Round 1 March 15 at 14:00
Levon Aronian
½-½
Magnus Carlsen
Boris Gelfand
½-½
Teimour Radjabov
Vassily Ivanchuk
½-½
Alexander Grischuk
Peter Svidler
½-½
Vladimir Kramnik
Playchess commentary: GM Daniel King
Round 2 March 16 at 14:00
Magnus Carlsen
½-½
Vladimir Kramnik
Alexander Grischuk
½-½
Peter Svidler
Teimour Radjabov
1-0
Vassily Ivanchuk
Levon Aronian
1-0
Boris Gelfand
Playchess commentary: GM Chris Ward
Round 3 March 17 at 14:00
Boris Gelfand
0-1
Magnus Carlsen
Vassily Ivanchuk
0-1
Levon Aronian
Peter Svidler
1-0
Teimour Radjabov
Vladimir Kramnik
½-½
Alexander Grischuk
Playchess commentary: GM Yasser Seirawan
Round 4 March 19 at 14:00
Magnus Carlsen
1-0
Alexander Grischuk
Teimour Radjabov
½-½
Vladimir Kramnik
Levon Aronian 
½-½
Peter Svidler
Boris Gelfand
½-½
Vassily Ivanchuk
Playchess commentary: GM Daniel King
Round 5 March 20 at 14:00
Vassily Ivanchuk
½-½
Magnus Carlsen
Peter Svidler
½-½
Boris Gelfand
Vladimir Kramnik
½-½
Levon Aronian
Alexander Grischuk
½-½
Teimour Radjabov
Playchess commentary: GM Yasser Seirawan
Round 6 March 21 at 14:00
Peter Svidler
0-1
Magnus Carlsen
Vladimir Kramnik
½-½
Vassily Ivanchuk
Alexander Grischuk
½-½
Boris Gelfand
Teimour Radjabov
0-1
Levon Aronian
Playchess commentary: GM Chris Ward
Round 7 March 23 at 14:00
Magnus Carlsen
½-½
Teimour Radjabov
Levon Aronian
½-½
Alexander Grischuk
Boris Gelfand
½-½
Vladimir Kramnik
Vassily Ivanchuk
½-½
Peter Svidler
Playchess commentary: GM Alejandro Ramirez
Round 8 March 24 at 14:00
Magnus Carlsen
½-½
Levon Aronian
Teimour Radjabov
0-1
Boris Gelfand
Alexander Grischuk
1-0
Vassily Ivanchuk
Vladimir Kramnik
1-0
Peter Svidler
Playchess commentary: GM Alejandro Ramirez
Round 9 March 25 at 14:00
Vladimir Kramnik
½-½
Magnus Carlsen
Peter Svidler
½-½
Alexander Grischuk
Vassily Ivanchuk
1-0
Teimour Radjabov
Boris Gelfand
1-0
Levon Aronian
Playchess commentary: GM Maurice Ashley
Round 10 March 27 at 14:00
Magnus Carlsen
1-0
Boris Gelfand
Levon Aronian
1-0
Vassily Ivanchuk
Teimour Radjabov
½-½
Peter Svidler
Alexander Grischuk
0-1
Vladimir Kramnik
Playchess commentary: GM Yasser Seirawan
Round 11 March 28 at 14:00
Alexander Grischuk
½-½
Magnus Carlsen
Vladimir Kramnik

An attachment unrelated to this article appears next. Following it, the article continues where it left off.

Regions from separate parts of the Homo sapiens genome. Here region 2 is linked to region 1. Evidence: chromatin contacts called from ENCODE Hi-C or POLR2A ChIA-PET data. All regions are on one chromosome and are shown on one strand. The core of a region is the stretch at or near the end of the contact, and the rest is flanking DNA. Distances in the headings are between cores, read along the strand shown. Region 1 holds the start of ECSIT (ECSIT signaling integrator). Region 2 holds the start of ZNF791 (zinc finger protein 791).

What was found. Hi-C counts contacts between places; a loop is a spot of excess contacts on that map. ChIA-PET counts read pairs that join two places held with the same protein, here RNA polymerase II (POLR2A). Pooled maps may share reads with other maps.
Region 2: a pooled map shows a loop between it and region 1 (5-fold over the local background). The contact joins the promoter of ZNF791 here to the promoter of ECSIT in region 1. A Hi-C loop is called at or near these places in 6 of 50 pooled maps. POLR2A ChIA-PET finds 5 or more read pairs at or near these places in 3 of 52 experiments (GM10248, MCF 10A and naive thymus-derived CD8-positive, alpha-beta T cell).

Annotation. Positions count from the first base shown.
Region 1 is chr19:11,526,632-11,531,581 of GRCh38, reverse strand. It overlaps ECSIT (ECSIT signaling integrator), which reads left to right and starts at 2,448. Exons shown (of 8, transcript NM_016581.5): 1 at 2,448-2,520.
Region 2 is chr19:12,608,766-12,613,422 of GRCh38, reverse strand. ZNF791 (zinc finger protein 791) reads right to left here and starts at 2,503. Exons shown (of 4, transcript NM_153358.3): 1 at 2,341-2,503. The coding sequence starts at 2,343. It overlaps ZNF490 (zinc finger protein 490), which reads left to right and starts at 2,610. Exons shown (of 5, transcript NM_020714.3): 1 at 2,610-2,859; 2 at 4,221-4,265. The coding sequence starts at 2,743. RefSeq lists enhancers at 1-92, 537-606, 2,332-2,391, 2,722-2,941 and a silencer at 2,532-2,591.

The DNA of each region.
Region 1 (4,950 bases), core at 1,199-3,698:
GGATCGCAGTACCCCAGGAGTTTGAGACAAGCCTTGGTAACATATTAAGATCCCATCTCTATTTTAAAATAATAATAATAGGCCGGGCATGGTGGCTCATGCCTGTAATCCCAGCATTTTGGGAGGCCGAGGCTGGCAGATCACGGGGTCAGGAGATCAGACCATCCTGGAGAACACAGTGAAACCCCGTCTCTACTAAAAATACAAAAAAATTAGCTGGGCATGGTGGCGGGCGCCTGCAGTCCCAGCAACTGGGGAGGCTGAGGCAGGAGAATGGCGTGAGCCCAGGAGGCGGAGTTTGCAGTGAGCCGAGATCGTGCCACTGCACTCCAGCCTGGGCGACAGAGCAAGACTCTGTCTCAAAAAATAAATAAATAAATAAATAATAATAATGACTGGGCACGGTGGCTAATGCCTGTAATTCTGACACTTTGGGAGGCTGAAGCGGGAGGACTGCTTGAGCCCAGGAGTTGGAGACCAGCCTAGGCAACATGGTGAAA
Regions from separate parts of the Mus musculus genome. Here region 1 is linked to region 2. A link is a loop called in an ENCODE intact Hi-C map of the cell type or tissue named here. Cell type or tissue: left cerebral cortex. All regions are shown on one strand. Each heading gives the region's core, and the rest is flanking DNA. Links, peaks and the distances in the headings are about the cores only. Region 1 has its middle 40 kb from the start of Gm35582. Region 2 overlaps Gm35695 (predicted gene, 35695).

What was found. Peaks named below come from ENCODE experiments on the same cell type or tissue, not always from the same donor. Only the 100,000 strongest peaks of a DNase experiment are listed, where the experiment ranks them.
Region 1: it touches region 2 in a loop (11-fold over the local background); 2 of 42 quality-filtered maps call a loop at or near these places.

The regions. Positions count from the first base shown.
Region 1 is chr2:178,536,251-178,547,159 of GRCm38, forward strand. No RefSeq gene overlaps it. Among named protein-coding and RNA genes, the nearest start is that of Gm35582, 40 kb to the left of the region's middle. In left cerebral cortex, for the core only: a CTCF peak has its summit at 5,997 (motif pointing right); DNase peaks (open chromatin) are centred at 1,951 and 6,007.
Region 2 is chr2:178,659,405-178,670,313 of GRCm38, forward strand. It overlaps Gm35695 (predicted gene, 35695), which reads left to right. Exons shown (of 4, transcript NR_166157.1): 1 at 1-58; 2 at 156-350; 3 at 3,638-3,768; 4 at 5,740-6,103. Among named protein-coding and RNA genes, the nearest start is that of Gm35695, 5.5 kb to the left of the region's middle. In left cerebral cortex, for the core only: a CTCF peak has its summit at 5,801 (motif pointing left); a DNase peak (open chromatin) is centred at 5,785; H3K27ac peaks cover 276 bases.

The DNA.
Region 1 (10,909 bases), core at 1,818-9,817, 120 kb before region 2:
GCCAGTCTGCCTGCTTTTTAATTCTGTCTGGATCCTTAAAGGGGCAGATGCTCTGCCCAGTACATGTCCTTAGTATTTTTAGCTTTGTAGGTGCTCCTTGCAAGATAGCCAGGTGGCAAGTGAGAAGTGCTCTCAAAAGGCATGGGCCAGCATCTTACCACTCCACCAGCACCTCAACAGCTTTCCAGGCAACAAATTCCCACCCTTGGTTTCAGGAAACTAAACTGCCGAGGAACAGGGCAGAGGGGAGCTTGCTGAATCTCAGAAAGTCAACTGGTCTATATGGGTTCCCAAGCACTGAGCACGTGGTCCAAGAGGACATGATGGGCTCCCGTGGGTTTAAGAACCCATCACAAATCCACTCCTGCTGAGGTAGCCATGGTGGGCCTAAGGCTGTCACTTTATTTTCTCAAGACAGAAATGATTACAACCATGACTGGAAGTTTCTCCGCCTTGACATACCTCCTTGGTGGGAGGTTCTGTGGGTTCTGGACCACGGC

1-0
Teimour Radjabov
Peter Svidler
1-0
Levon Aronian
Vassily Ivanchuk
½-½
Boris Gelfand
Playchess commentary: GM Chris Ward
Round 12 March 29 at 14:00
Magnus Carlsen
-
Vassily Ivanchuk
Boris Gelfand
-
Peter Svidler
Levon Aronian
-
Vladimir Kramnik
Teimour Radjabov
-
Alexander Grischuk
Playchess commentary: GM Daniel King
Round 13 March 31 at 14:00
Teimour Radjabov
-
Magnus Carlsen
Alexander Grischuk
-
Levon Aronian
Vladimir Kramnik
-
Boris Gelfand
Peter Svidler
-
Vassily Ivanchuk
Playchess commentary: GM Daniel King
Round 14 April 1 at 14:00
Magnus Carlsen
-
Peter Svidler
Vassily Ivanchuk
-
Vladimir Kramnik
Boris Gelfand
-
Alexander Grischuk
Levon Aronian
-
Teimour Radjabov
Playchess commentary: GM Maurice Ashley

The games start at 14:00h = 2 p.m. London time = 15:00h European time, 17:00h Moscow, 8 a.m. New York. You can find your regional starting time here. Note that Britain and Europe switch to Summer time on March 31, so that the last two rounds will start an hour earlier for places that do not swich or have already done so (e.g. USA). The commentary on Playchess begins one hour after the start of the games and is free for premium members.

Links

The games will be broadcast live on the official web site and on the chess server Playchess.com. If you are not a member you can download a free Playchess client there and get immediate access. You can also use ChessBase 12 or any of our Fritz compatible chess programs.


Topics Candidates